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Neutropenia-driven Approach to G-CSF Use May Be Feasible With CAR T-Cell Therapy

Key findings

  • This study examined how exposure to granulocyte colony-stimulating factor affected the risk of cytokine release syndrome (CRS) and immune effector cell-associated neurotoxicity syndrome (ICANS) after chimeric receptor antigen T-cell therapy
  • Among 197 patients with lymphoma, the 140 who received prophylactic granulocyte colony-stimulating factor (G-CSF) had increased risk of grade ≥2 CRS compared with controls (HR, 2.15; P=0.02), but the risk of grade ≥2 ICANS was similar between groups
  • Prophylactic G-CSF was associated with significantly faster neutrophil recovery (3 vs. 4 days, P<0.01) but did not reduce the risk of recurrent neutropenia
  • 17 patients had neutropenia treated with G-CSF after CAR T-cell therapy within seven days of developing grade ≥1 CRS and did not experience worsening toxicity
  • Prospective trials should examine whether neutropenia-driven G-CSF administration could improve the safety of CAR T-cell therapy

The success of chimeric antigen receptor T-cell therapy (CAR T) in treating hematologic malignancies has been tempered by cytokine release syndrome (CRS) and immune effector cell-associated neurotoxicity syndrome (ICANS). These toxicities involve activation of recipient myeloid cells and upregulation of myeloid-derived cytokines.

There's justifiable hesitancy to use granulocyte colony-stimulating factor to treat neutropenia after CAR T, since stimulating myeloid progenitor cells could exacerbate CRS and ICANS. Lacking clear guidance from clinical trials, most institutions have created their own policies about granulocyte colony-stimulating factor (G-CSF) use in this setting.

Physicians at Mass General Brigham sometimes administer pegylated G-CSF prior to CAR T. Jeremy S. Abramson, MD, director of the Center for Lymphoma at the Massachusetts General Hospital Cancer Center, Elizabeth K. O'Donnell, MD, a medical oncologist at Brigham and Women's Hospital, Matthew J. Frigault, MD, administrative director of the Cellular Immunotherapy Program at the Cancer Center, and colleagues conducted the first study that stratified patients based on G-CSF exposure prior to CAR T.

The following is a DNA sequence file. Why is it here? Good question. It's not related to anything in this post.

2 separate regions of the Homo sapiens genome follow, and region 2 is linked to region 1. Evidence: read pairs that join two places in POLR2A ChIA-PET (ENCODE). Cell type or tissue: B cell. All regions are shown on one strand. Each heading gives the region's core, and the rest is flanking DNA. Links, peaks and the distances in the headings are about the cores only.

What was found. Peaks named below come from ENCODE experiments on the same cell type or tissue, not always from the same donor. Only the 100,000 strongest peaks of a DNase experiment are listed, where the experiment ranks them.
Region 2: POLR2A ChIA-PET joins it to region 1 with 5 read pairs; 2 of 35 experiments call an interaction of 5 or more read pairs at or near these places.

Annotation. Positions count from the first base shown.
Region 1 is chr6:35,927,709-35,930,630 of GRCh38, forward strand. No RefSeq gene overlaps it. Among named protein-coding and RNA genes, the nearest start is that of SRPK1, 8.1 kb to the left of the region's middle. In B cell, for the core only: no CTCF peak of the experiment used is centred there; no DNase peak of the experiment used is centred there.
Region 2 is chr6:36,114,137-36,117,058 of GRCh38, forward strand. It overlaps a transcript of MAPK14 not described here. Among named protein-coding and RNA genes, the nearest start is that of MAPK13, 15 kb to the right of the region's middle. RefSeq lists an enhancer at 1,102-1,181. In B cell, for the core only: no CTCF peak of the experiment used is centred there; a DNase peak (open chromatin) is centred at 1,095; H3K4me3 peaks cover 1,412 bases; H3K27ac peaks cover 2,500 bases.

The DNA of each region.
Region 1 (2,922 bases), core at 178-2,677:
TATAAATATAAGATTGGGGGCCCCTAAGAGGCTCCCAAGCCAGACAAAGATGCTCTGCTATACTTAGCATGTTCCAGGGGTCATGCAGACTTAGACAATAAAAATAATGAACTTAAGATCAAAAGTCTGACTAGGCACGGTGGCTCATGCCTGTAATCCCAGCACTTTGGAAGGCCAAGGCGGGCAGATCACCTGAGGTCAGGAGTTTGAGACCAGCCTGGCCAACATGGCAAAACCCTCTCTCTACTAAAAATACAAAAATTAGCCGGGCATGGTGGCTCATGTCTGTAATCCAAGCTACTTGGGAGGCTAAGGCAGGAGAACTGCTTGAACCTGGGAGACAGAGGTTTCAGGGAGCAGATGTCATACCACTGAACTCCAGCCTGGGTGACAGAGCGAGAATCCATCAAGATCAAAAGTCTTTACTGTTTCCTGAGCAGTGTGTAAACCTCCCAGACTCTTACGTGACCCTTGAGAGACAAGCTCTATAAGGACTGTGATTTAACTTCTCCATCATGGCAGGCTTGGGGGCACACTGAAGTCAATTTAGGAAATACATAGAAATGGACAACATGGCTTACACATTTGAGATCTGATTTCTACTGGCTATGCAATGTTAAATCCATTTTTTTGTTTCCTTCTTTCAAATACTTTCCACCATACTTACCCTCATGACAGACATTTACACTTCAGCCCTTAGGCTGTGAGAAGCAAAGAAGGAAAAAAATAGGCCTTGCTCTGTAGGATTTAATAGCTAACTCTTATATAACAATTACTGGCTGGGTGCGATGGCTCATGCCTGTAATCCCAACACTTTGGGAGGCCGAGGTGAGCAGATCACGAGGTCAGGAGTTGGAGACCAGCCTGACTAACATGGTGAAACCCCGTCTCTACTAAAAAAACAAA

In Nature Cancer they report prophylactic G-CSF was associated with increased risk of CRS, although not ICANS, in patients with lymphoma.


The retrospective cohort included 197 adults treated with anti-CD19 CAR T. Immediately prior, 140 patients received prophylactic G-CSF; the other 57 served as controls. Median follow-up was 30 months.

Results With Prophylactic G-CSF

Prophylactic G-CSF was associated in multivariate analysis with increased risk of grade ≥2 CRS (HR, 2.15; P=0.02) but not grade ≥2 ICANS.

There was a trend for G-CSF to be associated with decreased relative odds of severe neutropenia (OR, 0.33; P=0.05). Neutrophil recovery was significantly faster with G-CSF (3 vs. 4 days, P<0.01) but the clinical significance is questionable as infection rates didn't differ between groups.

The two groups were also similar in risk of severe thrombocytopenia or recurrent severe neutropenia, need for IV antibiotics or ICU admission, complete response rates and survival.

Results With Therapeutic G-CSF

Of the 57 patients who did not receive prophylactic G-CSF, 17 had neutropenia treated with G-CSF after CAR T-cell therapy within seven days of developing grade ≥1 CRS. There was no signal of significantly worsened CRS. The effect of G-CSF on ICANS couldn't be analyzed because of small sample size.


Using G-CSF after CAR T to treat severe neutropenia, rather than as prophylaxis, could be associated with less severe CRS. Future trials will need to examine the balance between that potential benefit and the risks of longer periods of early neutropenia.

greater risk of cytokine release syndrome after CAR T-cell therapy for lymphoma when G-CSF was given prophylactically

Learn more about CAR T-Cell Therapy at the Mass General Cancer Center

Learn more about the Mass General Cancer Center


Lisocabtagene maraleucel, an investigational CAR T-cell product, was linked to low incidence of cytokine release syndrome and neurological events in a phase 1 seamless design pivotal trial and often led to rapid and durable remission among patients with high-risk relapsed/refractory large B-cell lymphoma.


Marcela V. Maus, MD, PhD, Gad Getz, PhD and colleagues observed that even small increases in CAR regulatory T cells contributed to relapse after axicabtagene ciloleucel treatment of refractory large B-cell lymphoma. This and other findings may optimize the design and individualization of CAR T-cell therapies.